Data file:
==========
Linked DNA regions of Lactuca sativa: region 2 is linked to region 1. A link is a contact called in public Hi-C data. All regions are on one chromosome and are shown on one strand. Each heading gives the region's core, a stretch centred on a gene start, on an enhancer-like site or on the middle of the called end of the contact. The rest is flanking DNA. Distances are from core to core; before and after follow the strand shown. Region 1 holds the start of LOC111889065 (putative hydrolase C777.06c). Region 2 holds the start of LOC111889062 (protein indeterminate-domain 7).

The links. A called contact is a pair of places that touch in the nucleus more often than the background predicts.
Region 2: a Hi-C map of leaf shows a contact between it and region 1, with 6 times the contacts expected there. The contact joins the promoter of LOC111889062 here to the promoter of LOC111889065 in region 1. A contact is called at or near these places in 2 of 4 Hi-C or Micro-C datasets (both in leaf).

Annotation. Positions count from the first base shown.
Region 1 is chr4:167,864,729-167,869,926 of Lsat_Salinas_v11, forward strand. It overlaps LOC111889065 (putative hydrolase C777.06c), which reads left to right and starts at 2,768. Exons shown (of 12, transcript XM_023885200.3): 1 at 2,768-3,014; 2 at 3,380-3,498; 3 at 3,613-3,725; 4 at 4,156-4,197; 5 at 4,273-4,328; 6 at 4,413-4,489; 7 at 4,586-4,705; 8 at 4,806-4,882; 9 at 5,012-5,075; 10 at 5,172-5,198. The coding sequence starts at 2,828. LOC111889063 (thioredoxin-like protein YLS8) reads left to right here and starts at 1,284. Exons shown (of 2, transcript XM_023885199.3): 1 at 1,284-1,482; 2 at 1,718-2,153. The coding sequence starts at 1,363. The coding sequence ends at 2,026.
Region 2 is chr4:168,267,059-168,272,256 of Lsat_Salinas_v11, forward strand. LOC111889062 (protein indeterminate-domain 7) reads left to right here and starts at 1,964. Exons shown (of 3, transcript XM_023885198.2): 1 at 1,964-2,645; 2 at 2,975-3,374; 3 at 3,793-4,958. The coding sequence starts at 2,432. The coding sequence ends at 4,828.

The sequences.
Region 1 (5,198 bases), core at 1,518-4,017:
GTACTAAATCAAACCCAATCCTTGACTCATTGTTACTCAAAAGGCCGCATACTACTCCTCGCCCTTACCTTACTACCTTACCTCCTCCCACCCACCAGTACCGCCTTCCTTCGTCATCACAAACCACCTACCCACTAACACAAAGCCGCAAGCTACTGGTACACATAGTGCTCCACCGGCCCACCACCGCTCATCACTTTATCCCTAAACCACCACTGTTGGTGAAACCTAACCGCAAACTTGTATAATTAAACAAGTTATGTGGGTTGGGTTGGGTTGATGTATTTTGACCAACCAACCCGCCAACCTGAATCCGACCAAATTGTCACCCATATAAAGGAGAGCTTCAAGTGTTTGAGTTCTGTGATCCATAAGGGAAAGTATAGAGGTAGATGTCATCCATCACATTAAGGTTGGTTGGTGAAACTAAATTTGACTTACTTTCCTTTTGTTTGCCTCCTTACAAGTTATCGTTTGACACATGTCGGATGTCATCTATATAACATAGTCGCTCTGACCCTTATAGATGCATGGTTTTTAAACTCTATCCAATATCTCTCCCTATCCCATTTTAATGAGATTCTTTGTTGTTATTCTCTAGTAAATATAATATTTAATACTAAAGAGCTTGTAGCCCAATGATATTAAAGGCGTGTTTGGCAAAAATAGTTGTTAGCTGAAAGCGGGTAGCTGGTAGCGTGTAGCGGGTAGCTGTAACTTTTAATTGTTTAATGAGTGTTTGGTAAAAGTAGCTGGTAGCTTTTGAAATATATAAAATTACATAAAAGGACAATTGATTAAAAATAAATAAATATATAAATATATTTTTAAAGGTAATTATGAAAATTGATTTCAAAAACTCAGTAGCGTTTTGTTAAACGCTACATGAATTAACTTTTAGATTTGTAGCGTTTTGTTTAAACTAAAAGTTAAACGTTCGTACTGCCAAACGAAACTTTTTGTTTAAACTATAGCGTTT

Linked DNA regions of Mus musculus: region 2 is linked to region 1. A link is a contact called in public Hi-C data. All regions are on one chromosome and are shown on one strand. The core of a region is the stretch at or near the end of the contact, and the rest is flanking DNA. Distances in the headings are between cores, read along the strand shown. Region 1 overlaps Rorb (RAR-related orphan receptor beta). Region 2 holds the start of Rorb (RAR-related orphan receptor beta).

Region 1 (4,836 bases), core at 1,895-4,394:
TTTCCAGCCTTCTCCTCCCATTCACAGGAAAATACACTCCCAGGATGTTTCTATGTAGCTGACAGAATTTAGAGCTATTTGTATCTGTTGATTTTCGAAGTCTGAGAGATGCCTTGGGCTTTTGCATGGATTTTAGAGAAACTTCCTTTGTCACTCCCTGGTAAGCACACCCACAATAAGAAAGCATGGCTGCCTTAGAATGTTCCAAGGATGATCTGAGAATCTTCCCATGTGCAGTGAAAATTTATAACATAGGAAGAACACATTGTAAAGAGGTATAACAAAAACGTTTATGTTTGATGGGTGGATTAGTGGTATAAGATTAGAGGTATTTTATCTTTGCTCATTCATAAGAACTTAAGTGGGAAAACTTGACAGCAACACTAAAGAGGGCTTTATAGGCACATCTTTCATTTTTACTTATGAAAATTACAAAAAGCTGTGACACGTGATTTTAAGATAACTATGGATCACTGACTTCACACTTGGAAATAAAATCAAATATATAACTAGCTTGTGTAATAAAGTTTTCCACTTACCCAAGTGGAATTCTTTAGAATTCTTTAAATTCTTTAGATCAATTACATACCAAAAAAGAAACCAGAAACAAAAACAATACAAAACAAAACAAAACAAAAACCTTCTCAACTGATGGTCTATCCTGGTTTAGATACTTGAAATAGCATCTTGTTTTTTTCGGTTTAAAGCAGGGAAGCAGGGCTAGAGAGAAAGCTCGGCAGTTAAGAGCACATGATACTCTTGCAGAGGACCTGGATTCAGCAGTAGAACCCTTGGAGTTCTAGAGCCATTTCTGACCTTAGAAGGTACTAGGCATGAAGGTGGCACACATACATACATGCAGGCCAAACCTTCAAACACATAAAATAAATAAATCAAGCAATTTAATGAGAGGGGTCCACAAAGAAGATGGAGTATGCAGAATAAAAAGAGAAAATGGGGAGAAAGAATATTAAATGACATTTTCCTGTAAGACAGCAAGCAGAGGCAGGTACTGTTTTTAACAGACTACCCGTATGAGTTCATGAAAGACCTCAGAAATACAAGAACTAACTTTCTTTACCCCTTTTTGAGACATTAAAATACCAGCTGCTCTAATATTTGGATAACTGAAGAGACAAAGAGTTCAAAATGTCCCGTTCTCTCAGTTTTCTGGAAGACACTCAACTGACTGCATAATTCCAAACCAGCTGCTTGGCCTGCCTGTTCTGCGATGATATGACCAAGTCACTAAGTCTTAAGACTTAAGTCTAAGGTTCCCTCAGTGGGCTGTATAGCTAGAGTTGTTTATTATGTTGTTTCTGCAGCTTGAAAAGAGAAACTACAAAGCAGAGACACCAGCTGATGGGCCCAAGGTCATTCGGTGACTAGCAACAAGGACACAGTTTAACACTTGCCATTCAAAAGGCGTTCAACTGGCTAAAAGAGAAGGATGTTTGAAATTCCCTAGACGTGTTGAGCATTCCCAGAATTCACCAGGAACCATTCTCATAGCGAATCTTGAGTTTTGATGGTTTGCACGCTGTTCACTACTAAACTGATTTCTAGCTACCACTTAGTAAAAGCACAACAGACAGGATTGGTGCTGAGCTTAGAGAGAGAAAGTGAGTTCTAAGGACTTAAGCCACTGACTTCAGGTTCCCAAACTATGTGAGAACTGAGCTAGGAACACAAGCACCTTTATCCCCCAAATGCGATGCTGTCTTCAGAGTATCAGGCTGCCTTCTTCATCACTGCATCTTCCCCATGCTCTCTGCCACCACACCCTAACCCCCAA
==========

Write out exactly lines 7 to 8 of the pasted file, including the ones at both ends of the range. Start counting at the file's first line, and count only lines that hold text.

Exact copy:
The sequences.
Region 1 (5,198 bases), core at 1,518-4,017: